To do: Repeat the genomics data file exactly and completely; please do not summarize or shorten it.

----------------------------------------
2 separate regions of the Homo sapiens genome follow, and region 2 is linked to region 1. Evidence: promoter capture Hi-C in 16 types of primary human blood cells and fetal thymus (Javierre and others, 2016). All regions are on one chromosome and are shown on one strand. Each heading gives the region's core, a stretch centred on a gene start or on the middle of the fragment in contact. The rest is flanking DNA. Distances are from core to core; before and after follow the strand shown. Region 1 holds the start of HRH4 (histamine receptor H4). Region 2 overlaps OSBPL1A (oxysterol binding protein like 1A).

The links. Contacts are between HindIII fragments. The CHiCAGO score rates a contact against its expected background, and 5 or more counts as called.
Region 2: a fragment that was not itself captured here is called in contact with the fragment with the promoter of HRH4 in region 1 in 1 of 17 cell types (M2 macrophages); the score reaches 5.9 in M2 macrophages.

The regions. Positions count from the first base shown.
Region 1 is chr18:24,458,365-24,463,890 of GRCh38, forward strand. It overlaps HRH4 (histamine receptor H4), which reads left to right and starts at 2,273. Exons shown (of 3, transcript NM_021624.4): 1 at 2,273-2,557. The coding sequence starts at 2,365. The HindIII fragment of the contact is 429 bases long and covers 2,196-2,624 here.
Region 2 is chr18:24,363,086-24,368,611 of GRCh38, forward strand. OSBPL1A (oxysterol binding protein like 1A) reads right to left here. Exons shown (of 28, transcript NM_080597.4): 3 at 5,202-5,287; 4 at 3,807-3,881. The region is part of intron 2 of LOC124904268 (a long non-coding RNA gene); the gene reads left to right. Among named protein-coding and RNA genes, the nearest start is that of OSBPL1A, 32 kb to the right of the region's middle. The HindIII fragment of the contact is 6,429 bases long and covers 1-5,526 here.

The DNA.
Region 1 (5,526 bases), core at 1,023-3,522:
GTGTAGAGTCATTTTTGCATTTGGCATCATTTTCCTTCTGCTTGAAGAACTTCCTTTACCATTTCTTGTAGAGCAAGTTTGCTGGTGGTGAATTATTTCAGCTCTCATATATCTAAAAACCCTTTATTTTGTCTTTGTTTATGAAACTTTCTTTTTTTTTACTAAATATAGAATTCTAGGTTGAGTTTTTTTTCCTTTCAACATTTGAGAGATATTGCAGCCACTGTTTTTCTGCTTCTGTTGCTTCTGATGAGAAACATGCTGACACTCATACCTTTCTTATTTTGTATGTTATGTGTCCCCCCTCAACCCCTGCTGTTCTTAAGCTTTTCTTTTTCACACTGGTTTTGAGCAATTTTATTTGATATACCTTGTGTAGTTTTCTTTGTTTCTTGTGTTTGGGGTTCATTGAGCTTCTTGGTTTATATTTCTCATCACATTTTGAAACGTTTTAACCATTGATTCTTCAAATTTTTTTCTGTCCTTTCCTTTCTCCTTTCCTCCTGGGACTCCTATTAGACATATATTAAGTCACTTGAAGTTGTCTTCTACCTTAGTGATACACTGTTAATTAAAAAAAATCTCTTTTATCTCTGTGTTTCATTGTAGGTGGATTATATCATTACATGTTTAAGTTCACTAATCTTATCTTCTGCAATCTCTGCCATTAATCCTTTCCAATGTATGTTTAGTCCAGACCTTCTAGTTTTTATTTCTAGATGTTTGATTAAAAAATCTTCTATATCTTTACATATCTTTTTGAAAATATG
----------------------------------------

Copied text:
2 separate regions of the Homo sapiens genome follow, and region 2 is linked to region 1. Evidence: promoter capture Hi-C in 16 types of primary human blood cells and fetal thymus (Javierre and others, 2016). All regions are on one chromosome and are shown on one strand. Each heading gives the region's core, a stretch centred on a gene start or on the middle of the fragment in contact. The rest is flanking DNA. Distances are from core to core; before and after follow the strand shown. Region 1 holds the start of HRH4 (histamine receptor H4). Region 2 overlaps OSBPL1A (oxysterol binding protein like 1A).

The links. Contacts are between HindIII fragments. The CHiCAGO score rates a contact against its expected background, and 5 or more counts as called.
Region 2: a fragment that was not itself captured here is called in contact with the fragment with the promoter of HRH4 in region 1 in 1 of 17 cell types (M2 macrophages); the score reaches 5.9 in M2 macrophages.

The regions. Positions count from the first base shown.
Region 1 is chr18:24,458,365-24,463,890 of GRCh38, forward strand. It overlaps HRH4 (histamine receptor H4), which reads left to right and starts at 2,273. Exons shown (of 3, transcript NM_021624.4): 1 at 2,273-2,557. The coding sequence starts at 2,365. The HindIII fragment of the contact is 429 bases long and covers 2,196-2,624 here.
Region 2 is chr18:24,363,086-24,368,611 of GRCh38, forward strand. OSBPL1A (oxysterol binding protein like 1A) reads right to left here. Exons shown (of 28, transcript NM_080597.4): 3 at 5,202-5,287; 4 at 3,807-3,881. The region is part of intron 2 of LOC124904268 (a long non-coding RNA gene); the gene reads left to right. Among named protein-coding and RNA genes, the nearest start is that of OSBPL1A, 32 kb to the right of the region's middle. The HindIII fragment of the contact is 6,429 bases long and covers 1-5,526 here.

The DNA.
Region 1 (5,526 bases), core at 1,023-3,522:
GTGTAGAGTCATTTTTGCATTTGGCATCATTTTCCTTCTGCTTGAAGAACTTCCTTTACCATTTCTTGTAGAGCAAGTTTGCTGGTGGTGAATTATTTCAGCTCTCATATATCTAAAAACCCTTTATTTTGTCTTTGTTTATGAAACTTTCTTTTTTTTTACTAAATATAGAATTCTAGGTTGAGTTTTTTTTCCTTTCAACATTTGAGAGATATTGCAGCCACTGTTTTTCTGCTTCTGTTGCTTCTGATGAGAAACATGCTGACACTCATACCTTTCTTATTTTGTATGTTATGTGTCCCCCCTCAACCCCTGCTGTTCTTAAGCTTTTCTTTTTCACACTGGTTTTGAGCAATTTTATTTGATATACCTTGTGTAGTTTTCTTTGTTTCTTGTGTTTGGGGTTCATTGAGCTTCTTGGTTTATATTTCTCATCACATTTTGAAACGTTTTAACCATTGATTCTTCAAATTTTTTTCTGTCCTTTCCTTTCTCCTTTCCTCCTGGGACTCCTATTAGACATATATTAAGTCACTTGAAGTTGTCTTCTACCTTAGTGATACACTGTTAATTAAAAAAAATCTCTTTTATCTCTGTGTTTCATTGTAGGTGGATTATATCATTACATGTTTAAGTTCACTAATCTTATCTTCTGCAATCTCTGCCATTAATCCTTTCCAATGTATGTTTAGTCCAGACCTTCTAGTTTTTATTTCTAGATGTTTGATTAAAAAATCTTCTATATCTTTACATATCTTTTTGAAAATATG